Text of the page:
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Views & Reviews From the Frontline

Who’s to blame for overcrowding in accident and emergency departments?

BMJ 2013; 346 doi: (Published 07 May 2013) Cite this as: BMJ 2013;346:f2871

Rapid Response:

Re: Who’s to blame for overcrowding in accident and emergency departments?

It seems likely GPs will be invited to take over out of hours (OOH) responsibility for their patients once more.

In Cornwall we used to have a very successful GP co-operative for doing exactly that. It was called Kernowdoc, a non profit making organisation which was well supported by local practices and operated to a high standard, with regular meetings for training and an enjoyable work ethic. When the Primary Care Trust opened the OOH contract for tendering in 2006 (at government insistence) it was taken away from Kernowdoc and awarded - amidst persistent rumours of an uneven playing field - to a private company called Serco.

This was followed by some unpopular changes to the infrastructure (pared down) and pay system (no superannuation contributions, for example) and a significant fall in doctors willing to engage with the new provider. There has been criticism about questionable work practices (1,2,3) that simply did not occur under Kernowdoc. Difficulty in attracting doctors to work shifts (leading to expensive short term solutions) has led to problems with service provision which may be compounded by Serco’s fiduciary duty to make a profit. This conflict of interest and the robust evidence showing that primary healthcare (as opposed to private or specialist led systems) consistently results in better standards of health care at lower cost (4) seem to be lost on government , though whether this is because they are ignorant or disingenuous is an open question.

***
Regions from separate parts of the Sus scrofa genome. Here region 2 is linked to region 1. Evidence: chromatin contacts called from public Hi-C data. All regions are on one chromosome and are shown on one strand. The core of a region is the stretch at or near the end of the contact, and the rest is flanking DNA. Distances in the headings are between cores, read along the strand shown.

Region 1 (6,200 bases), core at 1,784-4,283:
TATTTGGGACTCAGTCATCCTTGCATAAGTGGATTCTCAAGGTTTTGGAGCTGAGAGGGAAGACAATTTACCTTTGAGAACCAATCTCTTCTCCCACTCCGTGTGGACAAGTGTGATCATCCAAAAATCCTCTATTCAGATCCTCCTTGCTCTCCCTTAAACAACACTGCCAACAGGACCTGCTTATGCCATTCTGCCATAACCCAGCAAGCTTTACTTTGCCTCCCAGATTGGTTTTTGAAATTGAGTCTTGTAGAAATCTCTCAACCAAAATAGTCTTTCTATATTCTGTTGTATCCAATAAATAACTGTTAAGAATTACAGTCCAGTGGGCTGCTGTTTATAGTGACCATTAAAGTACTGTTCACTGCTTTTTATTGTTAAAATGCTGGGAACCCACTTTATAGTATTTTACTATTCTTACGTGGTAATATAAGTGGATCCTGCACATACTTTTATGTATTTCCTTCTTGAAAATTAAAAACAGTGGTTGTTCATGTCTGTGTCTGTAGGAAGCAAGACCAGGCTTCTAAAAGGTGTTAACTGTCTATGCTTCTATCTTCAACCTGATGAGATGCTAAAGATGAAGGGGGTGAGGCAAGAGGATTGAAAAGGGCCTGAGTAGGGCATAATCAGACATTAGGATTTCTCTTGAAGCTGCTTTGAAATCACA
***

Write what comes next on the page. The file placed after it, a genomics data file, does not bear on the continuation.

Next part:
Kernowdoc wasn’t perfect but if it had been not been dismantled then at least one element of the current A&E crisis would have been in better condition and we would not now be being asked to re-create it. As the King’s Fund has indicated (5) there are many other factors such as the introduction of the NHS 111 system and the chronic underfunding of staff levels in A&E units that have contributed to the current difficulties with unscheduled care.

History suggests that political interference carries a significant risk of destabilising systems that are running well, followed by criticism of the re-ordered system that was introduced – or more accurately those still working within it.

It is a shame this lesson was not learned before the latest changes to the NHS were driven through against the wishes of the medical profession and the majority of the electorate.

(1) ‘Health chiefs and Serco criticised.’ This is Cornwall, 25/4/13
(2) Lawrence F ‘Who will hold NHS contractors like Serco to account?’ the Guardian, 23/4/13
(3) ‘Memorandum on the provision of out of hours care in Cornwall’ National Audit Office 7/3/13
(4) Starfield B, Shi L, Macinko J ‘Contribution of primary care to health systems and health’ Milbank Q 2005; 83 (3) 457-502
(5) ‘Urgent and Emergency care’ King’s Fund Report 14/5/13

Competing interests: No competing interests

31 May 2013
Christopher G Tiley
Mevagissey Surgery
River Street, Mevagissey, PL26 6UE